“Study hard what interests you the most in the most undisciplined, irreverent and original manner possible.” ― Richard Feynmann
How many of you have set out to resolve something and failed? Well, not failed, but descended into the rabbit hole of more and more questions with few answers?
That’s where I am. This is my sorry excuse for not having actually shared what I am working through. All I have right now are more questions than answers. Perhaps I should post each day 20 questions.…That is about what I’m coming up with each day.
I have come to the conclusion that on this issue – Women in Ministerial Leadership – there are no absolutes. Proving one’s case is matter of arguing semantics, context, and the usage of Greek and Hebrew texts that we are thousands of years removed from. Not to discount the scholarship afforded to us today in these languages and the history of Hebrew/Judaic and Roman/Hellenistic culture, but from what I have read it is incredibly subjective. I have read convincing, scholarly, Biblical-based arguments from every angle. “Biblical Feminism”, full- Egalitarianism, “Complementarian” (by the way, this is the most inaccurate use of a term I’ve seen in a while), beneficial Patriarchalism, even full-fledged Separatists…. and there are inevitably more that I’ve forgotten to mention.
I have decided to take a cue from the indomitable John Wesley, and stand by the philosophy that experience lends authority. Beyond scripture, reading the writings of the Early Church Fathers along with the measuring stick of tradition and testimony can lead us to truth. This is my intent.
My heart has inklings in certain direction but I am sobered by Matt. 5:19 and as I
boldly , with great trepidation, plunge my feet into this area of sharing my thoughts and meditations, I am wary of hermeneutical inaccuracy and, even more so, the possibility of being a stumbling block to another’s faith.
However, this morning I while reading for class, I read something that seized my heart and instantly the waterworks were flowing. (I sat down to write as soon as I got it under control.) I would like to share.
The book is entitled How I Changed My Mind About Women in Leadership and it contains stories, vignettes, and essays written by upstanding evangelicals (women and men.) Some are written by husband and wife ministry teams. In the narrative of the joint journey for John and Nancy Ortberg, John shared an insight he felt given to him by Holy Spirit. It surrounds the story of Mary and Martha.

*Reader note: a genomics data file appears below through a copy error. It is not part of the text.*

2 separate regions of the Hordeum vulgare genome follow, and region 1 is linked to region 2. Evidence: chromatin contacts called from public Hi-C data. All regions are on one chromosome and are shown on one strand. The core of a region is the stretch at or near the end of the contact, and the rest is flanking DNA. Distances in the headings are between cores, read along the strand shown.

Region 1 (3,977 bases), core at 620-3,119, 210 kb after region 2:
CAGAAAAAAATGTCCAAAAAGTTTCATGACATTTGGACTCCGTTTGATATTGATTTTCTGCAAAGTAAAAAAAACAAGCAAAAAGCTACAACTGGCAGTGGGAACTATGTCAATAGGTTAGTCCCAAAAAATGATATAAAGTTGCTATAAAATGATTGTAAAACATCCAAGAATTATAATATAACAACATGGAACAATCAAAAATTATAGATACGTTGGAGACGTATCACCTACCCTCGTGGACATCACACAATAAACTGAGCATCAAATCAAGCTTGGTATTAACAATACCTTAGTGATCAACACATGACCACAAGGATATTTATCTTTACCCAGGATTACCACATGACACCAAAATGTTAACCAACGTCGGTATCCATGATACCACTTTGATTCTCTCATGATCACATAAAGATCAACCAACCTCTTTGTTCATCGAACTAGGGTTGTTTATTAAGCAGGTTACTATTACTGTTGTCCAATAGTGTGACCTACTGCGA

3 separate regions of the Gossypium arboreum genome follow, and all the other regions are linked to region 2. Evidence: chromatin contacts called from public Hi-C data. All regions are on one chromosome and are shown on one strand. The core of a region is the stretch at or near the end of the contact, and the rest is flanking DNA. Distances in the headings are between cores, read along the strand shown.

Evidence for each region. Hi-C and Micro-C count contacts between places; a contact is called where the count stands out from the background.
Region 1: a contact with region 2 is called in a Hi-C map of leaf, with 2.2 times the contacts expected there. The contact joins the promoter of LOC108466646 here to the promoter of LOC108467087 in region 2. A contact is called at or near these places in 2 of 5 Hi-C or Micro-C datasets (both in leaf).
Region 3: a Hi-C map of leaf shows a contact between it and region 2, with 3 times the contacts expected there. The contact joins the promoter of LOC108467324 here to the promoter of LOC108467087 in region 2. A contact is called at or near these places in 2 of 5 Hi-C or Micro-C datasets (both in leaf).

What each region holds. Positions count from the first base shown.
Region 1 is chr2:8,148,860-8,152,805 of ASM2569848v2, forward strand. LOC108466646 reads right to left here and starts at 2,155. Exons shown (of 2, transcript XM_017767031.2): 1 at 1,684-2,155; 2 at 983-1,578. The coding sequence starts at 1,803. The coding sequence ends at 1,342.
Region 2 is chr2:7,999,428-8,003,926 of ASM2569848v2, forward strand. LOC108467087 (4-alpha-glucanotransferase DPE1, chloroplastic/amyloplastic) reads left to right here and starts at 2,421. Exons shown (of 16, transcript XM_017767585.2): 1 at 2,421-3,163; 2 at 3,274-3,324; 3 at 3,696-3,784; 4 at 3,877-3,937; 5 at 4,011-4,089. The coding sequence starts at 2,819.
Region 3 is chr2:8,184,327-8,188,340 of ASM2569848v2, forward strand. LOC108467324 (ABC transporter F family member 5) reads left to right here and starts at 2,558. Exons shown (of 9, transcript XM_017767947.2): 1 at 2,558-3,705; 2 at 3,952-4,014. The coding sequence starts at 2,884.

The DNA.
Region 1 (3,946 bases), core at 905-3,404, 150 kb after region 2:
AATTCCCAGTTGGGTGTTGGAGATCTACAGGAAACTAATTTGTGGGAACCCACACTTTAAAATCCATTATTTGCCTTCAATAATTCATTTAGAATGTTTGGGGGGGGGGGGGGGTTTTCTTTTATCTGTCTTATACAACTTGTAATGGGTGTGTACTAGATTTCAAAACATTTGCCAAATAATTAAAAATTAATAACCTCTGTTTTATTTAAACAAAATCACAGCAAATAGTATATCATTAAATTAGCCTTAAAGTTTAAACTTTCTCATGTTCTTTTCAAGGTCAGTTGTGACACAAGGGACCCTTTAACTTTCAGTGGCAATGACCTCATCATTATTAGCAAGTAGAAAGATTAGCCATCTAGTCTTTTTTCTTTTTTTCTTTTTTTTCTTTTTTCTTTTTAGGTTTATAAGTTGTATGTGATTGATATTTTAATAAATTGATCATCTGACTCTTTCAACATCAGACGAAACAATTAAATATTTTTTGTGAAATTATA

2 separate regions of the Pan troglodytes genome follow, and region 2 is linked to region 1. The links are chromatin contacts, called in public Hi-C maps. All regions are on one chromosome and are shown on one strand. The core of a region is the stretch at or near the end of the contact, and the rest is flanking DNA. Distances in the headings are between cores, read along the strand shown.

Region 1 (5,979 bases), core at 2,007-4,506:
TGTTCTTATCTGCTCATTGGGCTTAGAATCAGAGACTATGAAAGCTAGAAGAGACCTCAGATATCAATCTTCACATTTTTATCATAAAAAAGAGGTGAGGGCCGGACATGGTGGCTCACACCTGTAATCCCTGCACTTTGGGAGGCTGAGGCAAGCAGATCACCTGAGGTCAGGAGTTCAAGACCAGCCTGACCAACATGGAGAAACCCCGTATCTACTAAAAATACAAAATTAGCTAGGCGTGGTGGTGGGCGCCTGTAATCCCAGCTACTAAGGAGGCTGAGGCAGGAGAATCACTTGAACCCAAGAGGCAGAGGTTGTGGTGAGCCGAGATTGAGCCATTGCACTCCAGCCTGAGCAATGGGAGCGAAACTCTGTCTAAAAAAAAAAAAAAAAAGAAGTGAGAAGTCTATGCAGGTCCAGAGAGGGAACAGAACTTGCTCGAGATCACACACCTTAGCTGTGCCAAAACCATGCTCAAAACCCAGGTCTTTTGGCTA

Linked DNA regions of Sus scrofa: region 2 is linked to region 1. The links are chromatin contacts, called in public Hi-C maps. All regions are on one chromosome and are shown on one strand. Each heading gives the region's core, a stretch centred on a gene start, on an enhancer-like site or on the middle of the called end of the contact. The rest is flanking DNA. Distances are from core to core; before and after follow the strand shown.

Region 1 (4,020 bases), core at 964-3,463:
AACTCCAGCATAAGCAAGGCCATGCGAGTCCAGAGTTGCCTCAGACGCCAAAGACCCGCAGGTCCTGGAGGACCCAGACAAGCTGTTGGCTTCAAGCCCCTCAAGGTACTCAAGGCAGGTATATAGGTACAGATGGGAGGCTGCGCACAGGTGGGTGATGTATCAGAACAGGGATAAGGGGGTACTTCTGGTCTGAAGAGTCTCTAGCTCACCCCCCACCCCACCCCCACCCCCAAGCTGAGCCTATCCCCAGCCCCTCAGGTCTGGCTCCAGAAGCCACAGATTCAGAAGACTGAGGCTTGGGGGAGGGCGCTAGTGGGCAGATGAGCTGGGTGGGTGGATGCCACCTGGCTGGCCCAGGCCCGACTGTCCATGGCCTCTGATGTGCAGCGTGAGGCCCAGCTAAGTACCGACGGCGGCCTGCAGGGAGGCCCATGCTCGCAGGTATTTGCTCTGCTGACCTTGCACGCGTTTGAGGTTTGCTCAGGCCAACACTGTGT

38 Now as they went on their way, Jesus entered a village. And a woman named Martha welcomed him into her house. 39 And she had a sister called Mary, who sat at the Lord’s feet and listened to his teaching. 40 But Martha was distracted with much serving. And she went up to him and said, “Lord, do you not care that my sister has left me to serve alone? Tell her then to help me.” 41 But the Lord answered her, “Martha, Martha, you are anxious and troubled about many things, 42 but one thing is necessary. Mary has chosen the good portion, which will not be taken away from her. Luke 10:38-42 ESVbible.org
Anyone who is honest with themselves will admit that we all read Scripture through our own independent contextual lens. Being an eldest sister, I always related to Martha and took seriously (sometimes) Christ’s admonishment to set aside the daily routine to spend time with him. I always spend my devotions and quiet time fighting off thoughts of everything else I should/could be doing. John Ortberg highlights that the phrase “sat at the Lord’s feet and listened to his teaching” used to describe Mary is important. Like I said, I’ve always read this to be a reflection of adoration; of sacrificing time to be with the Master. However, this is the same phrase that Paul uses to introduce himself and give his preaching authority. He was “educated at the feet of Gamaliel” (Acts 22:3). No one will contest that Paul was a scholar (not just a student) of the Law. He was one of, if not the most, educated of the Apostles. This implies that Mary was not taking an isolated moment to neglect her chores to adore Jesus; rather, she had committed to learning. As Ortberg said, “The startling point of this story is that the woman who is commended is not the one who plays the role of hostess and does what people expected a woman to do; the woman commended is he one who became a student, a disciple of the rabbi, sat at his feet and learned from him.”
And I know this was for me. In many areas I often fall short: super-mom, wise counselor, dutiful daughter/sister, gracious co-worker, adoring wife…..
Student of my Rabbi.
Tomorrow I leave for Orlando, to spend a week studying under and with women much wiser and more learned than me. I hope to absorb all I can, so I can feel more confident with sharing with you….. and pursuing what I feel God calling me to, but cannot see yet.
And I am going stay at His feet.